The Controversy Surrounding the Live Action Mulan


On September 4th 2020 after a six month delay, the highly anticipated movie, Mulan, was released. However, suprisingly, the movie received backlash for two reasons: Liu Yi Fei, the main actress playing Mulan, and her public support of the Hong Kong police, and the end credits of the movie, where the studio thanks the film location, XinJiang, where officials are being accused of violating the human rights of the Uyghur Muslim minority group.

Last March, in Hong Kong pro-democracy protests and demonstrations occupied the streets of Hong Kong after Hong Kong Chief Executive Carrie Lam introduced a bill that allowed criminal extraditions–the act of sending a person back to their home country after discovering that they committed a crime–to China. The bill would allow Hong Kong authorities to detain people wanted in other countries, including China. The critics of this law suggested that by passing this bill, China will be able to virtually detain anyone in Hong Kong. They also suggested that people would be subject to unfair trial and torture under the judicial system in China. 

China and Hong Kong already had a rocky relationship. After China took back Hong Kong from British rule in 1997, China has been ruling Hong Kong with a system different from the one in mainland China. While the mainland is controlled by a single communist party, Hong Kong has a limited democracy. Both countries share the President of China as their Chief of State. Hong Kong also has cultural values that are different from ones of  the mainland due to the influence from past British rule. 

For these reasons, pro-democracy advocates in Hong Kong began protesting about four months ago (protests are continuing in some parts of the city despite strict social distancing). Many human rights activists have disapproved of the Hong Kong police, because of their violent ways to suppress the protestors. Last November, the HK police stormed a school campus occupied by Pro-democracy activists, throwing tear gas at the protestors and detaining them.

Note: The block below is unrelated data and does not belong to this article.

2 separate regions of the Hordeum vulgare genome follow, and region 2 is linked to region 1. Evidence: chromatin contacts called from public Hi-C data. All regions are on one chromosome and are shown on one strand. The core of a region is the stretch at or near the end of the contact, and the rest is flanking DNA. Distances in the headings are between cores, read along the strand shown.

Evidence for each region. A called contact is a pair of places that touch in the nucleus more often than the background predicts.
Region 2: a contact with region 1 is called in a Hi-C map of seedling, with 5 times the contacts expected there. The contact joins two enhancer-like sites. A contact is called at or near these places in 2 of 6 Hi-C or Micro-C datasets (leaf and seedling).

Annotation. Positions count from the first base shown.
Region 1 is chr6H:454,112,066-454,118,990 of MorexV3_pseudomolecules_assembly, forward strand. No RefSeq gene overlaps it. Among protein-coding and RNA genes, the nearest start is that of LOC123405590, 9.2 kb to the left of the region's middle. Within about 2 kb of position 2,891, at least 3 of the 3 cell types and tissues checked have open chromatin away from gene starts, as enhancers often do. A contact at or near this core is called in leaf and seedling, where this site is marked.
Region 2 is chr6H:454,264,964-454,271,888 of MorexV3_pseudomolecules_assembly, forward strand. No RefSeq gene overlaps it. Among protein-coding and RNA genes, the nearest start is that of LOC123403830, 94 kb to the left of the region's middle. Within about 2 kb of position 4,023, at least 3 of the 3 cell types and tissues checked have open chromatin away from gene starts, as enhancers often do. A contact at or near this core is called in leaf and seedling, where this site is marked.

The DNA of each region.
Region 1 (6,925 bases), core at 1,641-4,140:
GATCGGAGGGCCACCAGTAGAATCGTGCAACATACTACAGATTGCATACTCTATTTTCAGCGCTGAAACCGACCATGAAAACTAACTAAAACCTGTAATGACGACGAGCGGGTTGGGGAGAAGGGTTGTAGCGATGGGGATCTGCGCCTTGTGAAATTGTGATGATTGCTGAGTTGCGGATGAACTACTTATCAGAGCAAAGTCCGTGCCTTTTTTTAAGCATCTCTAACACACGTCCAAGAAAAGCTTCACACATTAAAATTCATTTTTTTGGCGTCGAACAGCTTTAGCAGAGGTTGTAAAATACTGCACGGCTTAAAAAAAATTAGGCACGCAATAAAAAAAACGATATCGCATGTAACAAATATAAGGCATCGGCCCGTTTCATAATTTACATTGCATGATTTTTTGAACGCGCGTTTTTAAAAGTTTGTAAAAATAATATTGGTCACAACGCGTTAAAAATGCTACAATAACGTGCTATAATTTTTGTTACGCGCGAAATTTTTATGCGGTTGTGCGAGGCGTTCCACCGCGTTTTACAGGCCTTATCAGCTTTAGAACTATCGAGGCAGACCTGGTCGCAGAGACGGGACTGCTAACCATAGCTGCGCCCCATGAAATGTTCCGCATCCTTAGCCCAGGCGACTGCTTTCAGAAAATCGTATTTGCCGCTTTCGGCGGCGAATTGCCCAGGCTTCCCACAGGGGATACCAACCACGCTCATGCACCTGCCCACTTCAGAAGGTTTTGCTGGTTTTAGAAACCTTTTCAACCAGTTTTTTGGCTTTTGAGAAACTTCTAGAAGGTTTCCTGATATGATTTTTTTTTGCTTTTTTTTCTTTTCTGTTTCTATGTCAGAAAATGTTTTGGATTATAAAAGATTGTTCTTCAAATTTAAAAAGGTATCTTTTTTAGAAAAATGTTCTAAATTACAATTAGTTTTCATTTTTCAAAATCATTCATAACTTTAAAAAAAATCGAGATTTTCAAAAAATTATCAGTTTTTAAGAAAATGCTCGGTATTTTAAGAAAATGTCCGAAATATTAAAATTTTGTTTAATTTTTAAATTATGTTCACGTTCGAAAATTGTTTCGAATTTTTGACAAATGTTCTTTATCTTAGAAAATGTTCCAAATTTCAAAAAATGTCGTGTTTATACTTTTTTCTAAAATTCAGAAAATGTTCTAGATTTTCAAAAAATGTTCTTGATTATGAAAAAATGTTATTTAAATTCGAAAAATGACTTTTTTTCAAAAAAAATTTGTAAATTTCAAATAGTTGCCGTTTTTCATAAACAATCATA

Over the duration of the protests, last August, Liu Yi Fei posted on Weibo, a graphic from the China’s state-run People’s Daily Newspaper which, translated from Chinese, said “I support the Hong Kong police, you can beat me up too” alongside with a heart and muscle arm emoji. This brought outrage to the protestors and the human rights’ activists as Liu Yi Fei is a naturalized American citizen supporting the police who are oppressing the people fighting for their democracy. As her post began to spread, people started to trend the hashtag #BoycottMulan on Twitter. The noise naturally died down as the movie was postponed by six months, but resurfaced once the movie was released in September.

The criticism only heightens after this.  The film’s end credits give special thanks to the publicity department of CPC Xinjiang Uyghur Autonomous Region Committee for allowing them to film in Xinjiang, which is also where the Chinese government has been allegedly detaining Uyghur Muslim minorities. They also thanked the Public Security Bureau in Turpan, which operates “reeducation camps,” where people are forced to do things that are against their religion, such as drinking alcohol and eating pork. The United Nations has accused China of holding more than a million Uyghur in internment camps against their will.

On September 10th, during the Bank of America Virtual 2020 Media, Communications & Entertainment Conference, the Disney CFO, Christine McCarthy, addressed the Uyghur controversy:

“I’m not a box office prognosticator, but it has generated a lot of publicity. Let me just put something into context. The real facts are that Mulan was primarily shot—almost in entirety—in New Zealand. In an effort to accurately depict some of the unique landscape and geography of the country of China for this period drama, we filmed scenery in 20 different locations in China. It’s common knowledge that, in order to film in China, you have to be granted permission. That permission comes from the central government.”

McCarthy also stated that it is common practice “to acknowledge in a film’s credits the national and local governments that allowed you to film there. So, in our credits, it recognized both China and locations in New Zealand. I would just leave it at that, but it has generated a lot of issues for us.”

Although human rights activists have strongly disapproved of this movie, Mulan has been a success for Disney’s app, Disney+. Disney reported that there was a 68% increase in downloads in anticipation for Mulan’s release. There was also a 193% increase in how much subscribers spent on the Disney+ app due to the additional $30 fee to watch the movie.

Despite the anticipation for the remake of the classic Disney movie, Mulan has caused many controversies, receiving the disapproval of the public.